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One Heart One Spade by Alistair Luke

One Heart One Spade is a police procedural crime novel that takes the reader back to Wellington in 1977 and 1978.

Detective Lucas Cole is the central character, and his personal and professional life is under pressure. Cole’s actress girlfriend has prioritised her acting career over being with him, and he’s not sure if she is coming back or if he wants her back as time goes on. Meanwhile, at work, Felicity, the granddaughter of a prominent High Court judge, has gone missing – and there is enormous pressure from the grandfather and the police bosses to solve the case and bring home the twenty-one-year-old alive and well. But trying to investigate her disappearance is like operating with their hands tied behind their backs; as Cole and his team discover many things don’t add up. The grandfather won’t allow them to properly search the home and is clearly hiding something. But what exactly is he hiding? And what of his wife’s suicide? And what does ‘Scotland’ mean, the last words uttered by Felicity before she went missing?

As time goes on with no leads and just more dead ends, the case of a murdered drug dealer adds more complications for Cole and his team. And as Cole investigates these crimes, he is drawn closer to his new police colleague Erena Wilkinson, but she is facing challenges in her own personal life and has her young daughter to consider.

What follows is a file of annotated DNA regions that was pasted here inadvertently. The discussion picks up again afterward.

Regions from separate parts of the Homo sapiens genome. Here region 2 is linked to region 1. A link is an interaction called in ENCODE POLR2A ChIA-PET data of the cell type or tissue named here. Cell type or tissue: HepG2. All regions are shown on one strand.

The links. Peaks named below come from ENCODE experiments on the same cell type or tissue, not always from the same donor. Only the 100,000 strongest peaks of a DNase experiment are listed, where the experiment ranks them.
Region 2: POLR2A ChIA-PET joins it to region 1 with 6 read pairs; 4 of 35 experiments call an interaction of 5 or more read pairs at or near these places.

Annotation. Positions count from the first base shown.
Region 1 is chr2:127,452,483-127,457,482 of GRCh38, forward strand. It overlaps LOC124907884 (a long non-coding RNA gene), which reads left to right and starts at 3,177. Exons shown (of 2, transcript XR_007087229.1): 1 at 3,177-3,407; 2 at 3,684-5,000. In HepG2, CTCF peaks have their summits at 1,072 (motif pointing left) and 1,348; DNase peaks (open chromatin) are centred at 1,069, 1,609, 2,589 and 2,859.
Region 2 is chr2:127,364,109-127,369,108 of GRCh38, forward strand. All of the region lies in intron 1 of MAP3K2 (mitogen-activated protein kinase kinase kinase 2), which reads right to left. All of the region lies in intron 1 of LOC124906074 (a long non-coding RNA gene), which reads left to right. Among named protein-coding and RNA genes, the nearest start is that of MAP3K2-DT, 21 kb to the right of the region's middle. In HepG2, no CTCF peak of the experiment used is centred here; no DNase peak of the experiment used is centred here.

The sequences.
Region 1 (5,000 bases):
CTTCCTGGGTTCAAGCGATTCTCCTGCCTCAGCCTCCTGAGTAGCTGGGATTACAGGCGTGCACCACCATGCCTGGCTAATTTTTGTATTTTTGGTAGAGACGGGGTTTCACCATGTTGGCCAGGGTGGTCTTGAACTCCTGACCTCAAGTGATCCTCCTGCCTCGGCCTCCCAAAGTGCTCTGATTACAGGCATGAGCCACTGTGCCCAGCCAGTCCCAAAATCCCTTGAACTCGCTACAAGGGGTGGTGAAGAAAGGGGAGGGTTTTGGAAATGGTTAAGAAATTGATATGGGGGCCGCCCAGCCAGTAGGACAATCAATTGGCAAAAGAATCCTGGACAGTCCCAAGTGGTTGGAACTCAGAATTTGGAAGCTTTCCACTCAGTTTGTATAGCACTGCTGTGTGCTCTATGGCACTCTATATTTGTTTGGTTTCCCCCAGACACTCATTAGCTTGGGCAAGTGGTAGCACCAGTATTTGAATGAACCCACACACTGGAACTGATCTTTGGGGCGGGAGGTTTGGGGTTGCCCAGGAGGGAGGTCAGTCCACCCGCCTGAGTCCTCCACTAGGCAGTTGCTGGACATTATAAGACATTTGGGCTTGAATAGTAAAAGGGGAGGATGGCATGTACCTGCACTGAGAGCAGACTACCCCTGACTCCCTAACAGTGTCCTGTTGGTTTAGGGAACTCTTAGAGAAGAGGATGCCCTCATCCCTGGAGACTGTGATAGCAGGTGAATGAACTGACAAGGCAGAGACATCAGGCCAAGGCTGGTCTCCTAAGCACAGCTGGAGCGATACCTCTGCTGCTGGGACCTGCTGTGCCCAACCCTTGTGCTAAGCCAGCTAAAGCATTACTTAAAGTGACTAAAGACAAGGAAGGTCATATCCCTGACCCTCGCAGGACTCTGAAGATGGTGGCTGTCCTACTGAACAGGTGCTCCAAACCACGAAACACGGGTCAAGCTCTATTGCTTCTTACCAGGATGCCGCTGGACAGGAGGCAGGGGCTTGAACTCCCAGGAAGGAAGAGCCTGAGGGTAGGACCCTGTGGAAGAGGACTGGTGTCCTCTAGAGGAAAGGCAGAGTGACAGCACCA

One Heart One Spade is an intelligent crime novel that is also partly a historical novel. It brings to life a time with markedly different attitudes than we have now, especially toward women, but is all the more thought-provoking for its realism. It certainly shows how far society has come. One Heart One Spade is a compelling story, the characterisation is extremely well-done, and it’s great to read and have the streets of Wellington in the day come to life.

This novel is also a touching tribute to Alistair’s friend, Miles, who was murdered in Wellington in 1980. It is not Miles’s story, but he appears as a character on the pages and goes on with his life, unlike the author's real-life friend.

Reviewer: Karen McMillan


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